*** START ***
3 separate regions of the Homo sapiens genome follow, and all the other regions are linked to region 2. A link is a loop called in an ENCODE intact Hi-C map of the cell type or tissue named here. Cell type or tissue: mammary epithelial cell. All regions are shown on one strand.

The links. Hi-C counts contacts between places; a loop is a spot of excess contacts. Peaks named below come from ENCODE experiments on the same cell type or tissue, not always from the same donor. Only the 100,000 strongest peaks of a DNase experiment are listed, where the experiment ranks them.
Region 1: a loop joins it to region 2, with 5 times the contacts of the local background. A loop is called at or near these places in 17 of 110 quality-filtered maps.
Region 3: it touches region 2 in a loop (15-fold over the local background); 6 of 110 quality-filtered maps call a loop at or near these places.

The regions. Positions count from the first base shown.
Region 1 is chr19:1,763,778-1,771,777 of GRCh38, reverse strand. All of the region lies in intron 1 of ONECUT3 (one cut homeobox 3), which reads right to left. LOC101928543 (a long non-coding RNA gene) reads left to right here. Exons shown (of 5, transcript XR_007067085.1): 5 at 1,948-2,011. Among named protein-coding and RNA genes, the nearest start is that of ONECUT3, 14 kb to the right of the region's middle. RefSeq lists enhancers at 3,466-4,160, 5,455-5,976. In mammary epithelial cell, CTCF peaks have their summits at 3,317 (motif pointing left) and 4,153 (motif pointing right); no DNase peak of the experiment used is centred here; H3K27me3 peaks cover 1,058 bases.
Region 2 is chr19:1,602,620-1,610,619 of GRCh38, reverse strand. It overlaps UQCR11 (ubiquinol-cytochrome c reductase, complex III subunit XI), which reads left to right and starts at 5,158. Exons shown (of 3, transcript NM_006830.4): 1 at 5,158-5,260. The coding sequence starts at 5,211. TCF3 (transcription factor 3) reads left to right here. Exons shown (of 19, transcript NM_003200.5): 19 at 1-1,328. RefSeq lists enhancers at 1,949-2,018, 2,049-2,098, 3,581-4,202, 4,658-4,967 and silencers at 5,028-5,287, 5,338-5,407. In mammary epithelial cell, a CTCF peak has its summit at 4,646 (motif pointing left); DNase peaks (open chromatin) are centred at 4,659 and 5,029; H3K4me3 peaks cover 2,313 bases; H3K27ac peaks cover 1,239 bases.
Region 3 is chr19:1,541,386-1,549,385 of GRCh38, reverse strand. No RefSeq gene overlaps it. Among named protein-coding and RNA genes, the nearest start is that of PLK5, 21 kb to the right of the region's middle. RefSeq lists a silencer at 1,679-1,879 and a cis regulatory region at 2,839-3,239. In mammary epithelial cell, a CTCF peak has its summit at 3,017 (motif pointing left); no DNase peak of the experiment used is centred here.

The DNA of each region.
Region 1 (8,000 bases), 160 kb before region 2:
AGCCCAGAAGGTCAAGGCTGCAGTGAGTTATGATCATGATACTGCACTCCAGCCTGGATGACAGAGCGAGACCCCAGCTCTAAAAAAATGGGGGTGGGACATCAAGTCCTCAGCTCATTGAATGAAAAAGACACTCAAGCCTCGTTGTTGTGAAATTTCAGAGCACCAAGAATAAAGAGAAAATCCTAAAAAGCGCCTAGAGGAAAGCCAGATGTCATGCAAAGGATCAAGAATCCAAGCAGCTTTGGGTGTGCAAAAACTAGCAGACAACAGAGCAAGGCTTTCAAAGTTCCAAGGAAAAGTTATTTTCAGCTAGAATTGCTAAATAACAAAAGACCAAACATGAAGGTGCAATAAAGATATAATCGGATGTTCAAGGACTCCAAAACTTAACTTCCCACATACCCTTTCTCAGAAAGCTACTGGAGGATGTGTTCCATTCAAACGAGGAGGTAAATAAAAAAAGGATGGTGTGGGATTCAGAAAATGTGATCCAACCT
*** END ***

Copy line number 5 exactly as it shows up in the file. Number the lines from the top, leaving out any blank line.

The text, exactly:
The regions. Positions count from the first base shown.